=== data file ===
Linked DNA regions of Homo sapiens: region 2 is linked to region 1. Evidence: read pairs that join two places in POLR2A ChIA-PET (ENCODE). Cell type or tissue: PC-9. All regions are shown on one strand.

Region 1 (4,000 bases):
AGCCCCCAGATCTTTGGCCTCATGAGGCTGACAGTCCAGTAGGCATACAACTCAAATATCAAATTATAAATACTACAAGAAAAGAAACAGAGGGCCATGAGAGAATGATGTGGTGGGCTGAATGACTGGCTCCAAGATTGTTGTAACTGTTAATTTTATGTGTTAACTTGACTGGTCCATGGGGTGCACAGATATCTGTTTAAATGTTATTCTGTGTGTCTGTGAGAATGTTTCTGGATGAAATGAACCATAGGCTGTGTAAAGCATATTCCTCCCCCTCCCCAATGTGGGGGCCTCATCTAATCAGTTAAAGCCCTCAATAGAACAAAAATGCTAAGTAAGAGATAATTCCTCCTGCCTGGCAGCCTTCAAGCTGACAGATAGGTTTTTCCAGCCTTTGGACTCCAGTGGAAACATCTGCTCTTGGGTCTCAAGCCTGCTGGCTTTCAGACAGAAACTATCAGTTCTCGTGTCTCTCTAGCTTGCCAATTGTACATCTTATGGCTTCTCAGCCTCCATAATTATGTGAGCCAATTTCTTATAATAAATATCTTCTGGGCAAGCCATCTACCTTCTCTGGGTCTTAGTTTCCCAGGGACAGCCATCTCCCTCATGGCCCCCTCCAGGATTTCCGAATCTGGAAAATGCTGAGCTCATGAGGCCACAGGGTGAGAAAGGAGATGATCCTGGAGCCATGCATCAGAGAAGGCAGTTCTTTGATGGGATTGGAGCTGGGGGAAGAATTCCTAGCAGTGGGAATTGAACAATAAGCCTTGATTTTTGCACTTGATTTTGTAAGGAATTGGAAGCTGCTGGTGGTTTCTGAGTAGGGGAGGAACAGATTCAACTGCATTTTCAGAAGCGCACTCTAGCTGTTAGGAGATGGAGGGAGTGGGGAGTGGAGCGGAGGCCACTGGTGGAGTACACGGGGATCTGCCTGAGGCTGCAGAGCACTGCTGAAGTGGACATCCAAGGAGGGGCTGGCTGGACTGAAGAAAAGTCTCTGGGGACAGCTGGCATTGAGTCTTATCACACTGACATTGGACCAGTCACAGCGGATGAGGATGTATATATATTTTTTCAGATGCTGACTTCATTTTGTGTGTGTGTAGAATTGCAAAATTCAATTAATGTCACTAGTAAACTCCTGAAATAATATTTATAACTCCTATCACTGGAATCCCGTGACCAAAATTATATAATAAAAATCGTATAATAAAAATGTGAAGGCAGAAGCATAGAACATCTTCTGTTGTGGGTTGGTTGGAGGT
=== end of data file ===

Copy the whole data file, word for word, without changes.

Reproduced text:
Linked DNA regions of Homo sapiens: region 2 is linked to region 1. Evidence: read pairs that join two places in POLR2A ChIA-PET (ENCODE). Cell type or tissue: PC-9. All regions are shown on one strand.

Region 1 (4,000 bases):
AGCCCCCAGATCTTTGGCCTCATGAGGCTGACAGTCCAGTAGGCATACAACTCAAATATCAAATTATAAATACTACAAGAAAAGAAACAGAGGGCCATGAGAGAATGATGTGGTGGGCTGAATGACTGGCTCCAAGATTGTTGTAACTGTTAATTTTATGTGTTAACTTGACTGGTCCATGGGGTGCACAGATATCTGTTTAAATGTTATTCTGTGTGTCTGTGAGAATGTTTCTGGATGAAATGAACCATAGGCTGTGTAAAGCATATTCCTCCCCCTCCCCAATGTGGGGGCCTCATCTAATCAGTTAAAGCCCTCAATAGAACAAAAATGCTAAGTAAGAGATAATTCCTCCTGCCTGGCAGCCTTCAAGCTGACAGATAGGTTTTTCCAGCCTTTGGACTCCAGTGGAAACATCTGCTCTTGGGTCTCAAGCCTGCTGGCTTTCAGACAGAAACTATCAGTTCTCGTGTCTCTCTAGCTTGCCAATTGTACATCTTATGGCTTCTCAGCCTCCATAATTATGTGAGCCAATTTCTTATAATAAATATCTTCTGGGCAAGCCATCTACCTTCTCTGGGTCTTAGTTTCCCAGGGACAGCCATCTCCCTCATGGCCCCCTCCAGGATTTCCGAATCTGGAAAATGCTGAGCTCATGAGGCCACAGGGTGAGAAAGGAGATGATCCTGGAGCCATGCATCAGAGAAGGCAGTTCTTTGATGGGATTGGAGCTGGGGGAAGAATTCCTAGCAGTGGGAATTGAACAATAAGCCTTGATTTTTGCACTTGATTTTGTAAGGAATTGGAAGCTGCTGGTGGTTTCTGAGTAGGGGAGGAACAGATTCAACTGCATTTTCAGAAGCGCACTCTAGCTGTTAGGAGATGGAGGGAGTGGGGAGTGGAGCGGAGGCCACTGGTGGAGTACACGGGGATCTGCCTGAGGCTGCAGAGCACTGCTGAAGTGGACATCCAAGGAGGGGCTGGCTGGACTGAAGAAAAGTCTCTGGGGACAGCTGGCATTGAGTCTTATCACACTGACATTGGACCAGTCACAGCGGATGAGGATGTATATATATTTTTTCAGATGCTGACTTCATTTTGTGTGTGTGTAGAATTGCAAAATTCAATTAATGTCACTAGTAAACTCCTGAAATAATATTTATAACTCCTATCACTGGAATCCCGTGACCAAAATTATATAATAAAAATCGTATAATAAAAATGTGAAGGCAGAAGCATAGAACATCTTCTGTTGTGGGTTGGTTGGAGGT